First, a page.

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Have any philosophers taken up human hive-like behaviour and its implications?

EO Wilson and others have outlined eusociality, a mode of group selection acting in addition to selection at the individual level https://www.ncbi.nlm.nih.gov/pmc/articles/PMC4850877/ though this is not without critics https://www.huffingtonpost.com/entry/richard-dawkins-edward-o-_b_1588510 This seems to suggest that aspects of being human, like tool use, clothing and cooking, may have reinforced the benefits of social behaviour supporting group fitness, over individual success. This can be extended all the way to the success in science of the Allies over Axis powers (nuclear weapons), and later Soviet's (profound misconceptions about agronomy).

In philosophy (from the Wikipedia page on the Private Language Argument):

If the idea of a private language is inconsistent, then a logical conclusion would be that all language serves a social function. This would have profound implications for other areas of philosophical and psychological study. For example, if one cannot have a private language, it might not make any sense to talk of private experiences or of private mental states.

Science extends sensory faculties, through collective development of tools from vacuum pumps to CERN, and regulation of the quality of reported results through peer review and academic prestige. The cultural whole of science is not only greater than the parts, but seems to be creating deeper global integration and allocating technology and access to resources in return for that, creating a positive feedback loop.

Has anyone since Wittgenstein taken up the philosophical implications of this? Has anyone taken up the ideas of Kuhn & Popper and applied them like this? What do our eusociality and non-private aspects of language tell us about complex brains and how we know things?

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    I think this book is good: Title: The way we are, Author: Wheelis, Allen, 1915- Publisher:Norton,Pub date:c2006. And Elias too, e.g. Title: The history of manners, Author Elias, Norbert, 1897-1990. Publisher:Pantheon Books,Pub date:c1978. and his other books. To live in close proximity there is a price to be paid with repressed aggression, which is usually sent upwards to the leader: unhealthy types of patriotism, aggression on the world stage. – Gordon Apr 4 '18 at 16:20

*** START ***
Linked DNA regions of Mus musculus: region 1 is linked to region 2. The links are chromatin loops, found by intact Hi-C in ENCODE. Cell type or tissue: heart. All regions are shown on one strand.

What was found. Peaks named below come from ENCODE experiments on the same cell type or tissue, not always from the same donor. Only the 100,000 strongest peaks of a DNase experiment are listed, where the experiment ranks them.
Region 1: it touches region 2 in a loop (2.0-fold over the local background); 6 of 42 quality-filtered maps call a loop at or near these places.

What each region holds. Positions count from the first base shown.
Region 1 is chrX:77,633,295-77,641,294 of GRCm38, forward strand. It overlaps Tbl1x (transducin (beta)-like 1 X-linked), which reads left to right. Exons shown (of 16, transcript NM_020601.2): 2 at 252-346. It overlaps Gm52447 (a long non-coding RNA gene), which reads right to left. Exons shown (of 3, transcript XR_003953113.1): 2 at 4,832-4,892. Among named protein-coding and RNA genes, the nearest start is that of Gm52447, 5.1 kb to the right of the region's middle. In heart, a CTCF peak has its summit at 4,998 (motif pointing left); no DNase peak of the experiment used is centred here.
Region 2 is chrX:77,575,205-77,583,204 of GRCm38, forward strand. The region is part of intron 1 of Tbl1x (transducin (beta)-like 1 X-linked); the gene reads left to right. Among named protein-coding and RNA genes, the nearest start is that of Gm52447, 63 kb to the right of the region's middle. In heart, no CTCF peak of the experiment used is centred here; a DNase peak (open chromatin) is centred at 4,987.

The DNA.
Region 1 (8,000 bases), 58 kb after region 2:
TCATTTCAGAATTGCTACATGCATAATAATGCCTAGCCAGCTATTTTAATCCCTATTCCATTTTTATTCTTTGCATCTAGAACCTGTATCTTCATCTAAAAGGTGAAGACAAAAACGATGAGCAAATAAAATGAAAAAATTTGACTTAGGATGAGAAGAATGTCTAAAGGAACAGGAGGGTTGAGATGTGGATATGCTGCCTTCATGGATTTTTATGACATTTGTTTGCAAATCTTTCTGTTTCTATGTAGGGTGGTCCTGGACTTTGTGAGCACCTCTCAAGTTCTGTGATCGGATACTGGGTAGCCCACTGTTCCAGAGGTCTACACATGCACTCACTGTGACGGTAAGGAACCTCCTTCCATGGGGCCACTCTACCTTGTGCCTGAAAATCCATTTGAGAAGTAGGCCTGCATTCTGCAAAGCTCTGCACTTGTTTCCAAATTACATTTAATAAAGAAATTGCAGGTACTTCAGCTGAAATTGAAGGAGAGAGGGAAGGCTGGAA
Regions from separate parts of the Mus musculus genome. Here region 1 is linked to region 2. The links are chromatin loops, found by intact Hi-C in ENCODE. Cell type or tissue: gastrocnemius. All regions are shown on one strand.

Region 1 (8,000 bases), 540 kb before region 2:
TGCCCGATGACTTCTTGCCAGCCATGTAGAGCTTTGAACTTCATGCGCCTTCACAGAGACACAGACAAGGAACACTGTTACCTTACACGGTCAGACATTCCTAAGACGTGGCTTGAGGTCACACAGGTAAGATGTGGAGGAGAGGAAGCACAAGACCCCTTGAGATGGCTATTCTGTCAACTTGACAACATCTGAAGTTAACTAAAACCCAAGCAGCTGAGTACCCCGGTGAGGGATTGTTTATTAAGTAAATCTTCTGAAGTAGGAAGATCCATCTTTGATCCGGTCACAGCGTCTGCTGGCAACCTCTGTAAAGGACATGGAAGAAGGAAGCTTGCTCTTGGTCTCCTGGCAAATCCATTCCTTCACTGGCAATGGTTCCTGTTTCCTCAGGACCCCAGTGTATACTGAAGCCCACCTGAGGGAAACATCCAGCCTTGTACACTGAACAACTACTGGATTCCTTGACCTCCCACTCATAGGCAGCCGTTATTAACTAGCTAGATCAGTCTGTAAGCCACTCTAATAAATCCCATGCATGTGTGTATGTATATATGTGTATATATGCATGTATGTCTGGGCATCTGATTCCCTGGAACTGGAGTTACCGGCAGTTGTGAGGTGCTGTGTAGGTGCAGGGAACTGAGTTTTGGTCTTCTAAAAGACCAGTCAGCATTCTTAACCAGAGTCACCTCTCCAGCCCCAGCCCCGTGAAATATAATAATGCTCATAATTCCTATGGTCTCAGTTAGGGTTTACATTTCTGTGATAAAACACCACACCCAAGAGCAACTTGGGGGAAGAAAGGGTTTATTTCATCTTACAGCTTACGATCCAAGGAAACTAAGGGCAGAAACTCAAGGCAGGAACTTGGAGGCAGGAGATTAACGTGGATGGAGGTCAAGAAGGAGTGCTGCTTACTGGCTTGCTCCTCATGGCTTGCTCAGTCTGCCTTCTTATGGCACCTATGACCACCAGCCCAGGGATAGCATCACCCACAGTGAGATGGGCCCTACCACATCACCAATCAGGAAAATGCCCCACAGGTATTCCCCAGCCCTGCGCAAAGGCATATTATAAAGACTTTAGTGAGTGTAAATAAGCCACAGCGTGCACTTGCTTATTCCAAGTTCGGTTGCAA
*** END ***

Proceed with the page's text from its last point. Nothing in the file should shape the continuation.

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    Btw Habermas took into account Wittgenstein and Peter Winch because he knew he had to understand man himself. Social man. Just how reasonable and cooperative can we humans actually be? Habermas was relatively optimistic that a process for reasonableness could be worked out, I think; I don't know Habermas' later thought. Freud would have said what he always did: humans to be anything must have civilization but they will never be entirely happy in it. Wheelis follows in line with Freud. – Gordon Apr 4 '18 at 18:03
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    Btw we do not see a "happy", cooperative beehive in Europe and America today, to put it mildly. (When we speak of evolution we are talking many, many years, but I'm not a specialist.) I have the utmost respect for Habermas' modern, enlightened project, but it too will be like a message in a bottle for the future if we can get there. As far as globalization, it's a super-rational Form of production and distribution, but the Content can be lousy. We may not have the best goods and services being distributed at all, for various reasons; and I think people sense that. – Gordon Apr 4 '18 at 18:35
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    @Bread You raise an interesting theory for hive analysis: The measure of conformity among individuals, impacts the developmental ease of a hive. That is, when conformity is high, like with ants, hive formation is easy; and when individuals are highly variable, like with humans, hive formation is impeded. This begs the question: Would more conforment societies gain socioeconomic advantage through quicker hive-like 'adaptation'. – christo183 Dec 10 '18 at 12:49
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    "What do our eusociality and non-private aspects of language tell us about complex brains and how we know things?" ... Nothing.whatsoever. The former is neuroscience and the latter is epistemology. – PeterJ Dec 11 '18 at 10:05

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